With the credit crunch, high unemployment and low consumer spending, there doesn't seem to be a lot of good news on the docket for small business owners. But the recently enacted American Recovery and Reinvestment Act of 2009 better known as the Stimulus Bill does provide some relief for entrepreneurs, according to small business experts.
Alas, the government giveth, and the government taketh away: In subsidizing the health insurance coverage for recently laid-off workers under the COBRA program, the law may cause a cash-flow crunch for businesses charged with fronting those premiums.
Appreciation for DepreciationFirst, the good news. The Stimulus Bill gives you the ability to accelerate the depreciation of certain capital expenditures, such as computer equipment. That could lower your tax burden in the near-term, according to Court Cunningham, CEO of Yodle, a local online advertising firm specializing in helping small businesses get found by local customers. In addition, you can use current business losses to offset profits made in the previous five years instead of the normal two years, which should make some struggling businesses eligible for a tax refund.
Cunningham also noted that the Treasury Department has $250 million at its disposal to help small business owners lower the interest rates on business loans, thereby lowering their payments. "It's similar to the housing bailout," he said. "These new loan facilities are critical for small business owners. Working capital is their lifeline."
COBRA Could Strike Small Businesses HardUnfortunately, the Stimulus Bill cuts both ways. While the $24.7 billion set aside to provide a 65-percent subsidy of health care insurance premiums for the unemployed under the COBRA program is certainly a worthy endeavor, it could leave business owners in a cash squeeze warns Steve Sahlein, co-president of the American Institute of Professional Bookkeepers. The reason: Employers are on the hook for the 65 percent subsidy promised by the government and must pay it monthly. But they'll only recoup that outlay by deducting the accrued amount from their federal employment tax deposit, which many employers file quarterly. So, in effect, you'll be advancing the government the 65 percent of the COBRA premiums Congress so generously promised.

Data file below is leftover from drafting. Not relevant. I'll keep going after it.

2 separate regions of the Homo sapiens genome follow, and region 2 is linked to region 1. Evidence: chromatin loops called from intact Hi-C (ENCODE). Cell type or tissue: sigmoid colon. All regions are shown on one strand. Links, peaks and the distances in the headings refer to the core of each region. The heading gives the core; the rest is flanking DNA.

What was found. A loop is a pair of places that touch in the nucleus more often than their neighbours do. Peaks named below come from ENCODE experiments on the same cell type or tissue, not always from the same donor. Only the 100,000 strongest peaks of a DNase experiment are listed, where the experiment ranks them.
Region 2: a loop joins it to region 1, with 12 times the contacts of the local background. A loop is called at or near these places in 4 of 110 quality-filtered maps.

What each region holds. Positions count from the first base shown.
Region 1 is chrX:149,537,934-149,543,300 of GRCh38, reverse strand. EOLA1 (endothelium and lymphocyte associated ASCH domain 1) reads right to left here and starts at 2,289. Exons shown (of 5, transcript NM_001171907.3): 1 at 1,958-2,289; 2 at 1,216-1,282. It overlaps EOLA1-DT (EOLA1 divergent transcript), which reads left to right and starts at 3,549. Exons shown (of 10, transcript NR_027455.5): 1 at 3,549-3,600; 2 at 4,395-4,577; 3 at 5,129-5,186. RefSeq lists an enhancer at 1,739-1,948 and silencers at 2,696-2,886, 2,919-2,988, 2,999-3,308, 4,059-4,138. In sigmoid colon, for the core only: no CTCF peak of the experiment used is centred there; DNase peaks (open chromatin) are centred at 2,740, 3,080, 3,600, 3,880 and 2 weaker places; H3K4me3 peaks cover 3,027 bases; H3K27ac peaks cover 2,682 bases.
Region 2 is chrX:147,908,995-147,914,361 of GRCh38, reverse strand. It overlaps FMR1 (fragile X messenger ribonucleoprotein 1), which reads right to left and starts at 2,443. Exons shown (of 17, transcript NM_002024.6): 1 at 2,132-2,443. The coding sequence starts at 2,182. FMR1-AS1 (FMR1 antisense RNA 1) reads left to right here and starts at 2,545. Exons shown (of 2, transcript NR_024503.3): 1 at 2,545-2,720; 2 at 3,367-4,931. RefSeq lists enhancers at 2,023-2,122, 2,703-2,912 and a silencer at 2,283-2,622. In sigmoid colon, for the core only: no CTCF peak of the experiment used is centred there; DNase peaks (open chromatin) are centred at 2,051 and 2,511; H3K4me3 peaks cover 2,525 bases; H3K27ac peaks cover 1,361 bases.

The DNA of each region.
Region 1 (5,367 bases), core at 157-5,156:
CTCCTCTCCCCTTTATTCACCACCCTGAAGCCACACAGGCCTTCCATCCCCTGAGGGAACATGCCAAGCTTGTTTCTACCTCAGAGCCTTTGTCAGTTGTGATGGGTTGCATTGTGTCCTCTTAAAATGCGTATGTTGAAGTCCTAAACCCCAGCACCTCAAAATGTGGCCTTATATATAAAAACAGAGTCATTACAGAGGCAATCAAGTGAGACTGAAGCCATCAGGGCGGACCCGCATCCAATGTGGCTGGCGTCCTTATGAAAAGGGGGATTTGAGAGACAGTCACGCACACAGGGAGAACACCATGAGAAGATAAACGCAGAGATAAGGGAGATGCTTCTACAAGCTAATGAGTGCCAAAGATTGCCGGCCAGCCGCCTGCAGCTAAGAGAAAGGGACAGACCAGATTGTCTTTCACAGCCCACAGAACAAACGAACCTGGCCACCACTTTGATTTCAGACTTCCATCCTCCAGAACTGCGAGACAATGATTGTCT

There's another potential problem. "When the subsidies add up to more than your company's tax deposit, your company must request reimbursement from the U.S. Treasury," noted Sahlein. "At this point, there is no way to know how long you will have to wait for reimbursement."
Add to this the administrative burdens of notifying former employees (those terminated as far back as September 1, 2008) about the new COBRA payment and calculating the subsidized health insurance premiums, and the COBRA Subsidy provision of the stimulus package may prove a dark cloud obscuring the Stimulus Bill's silver lining.
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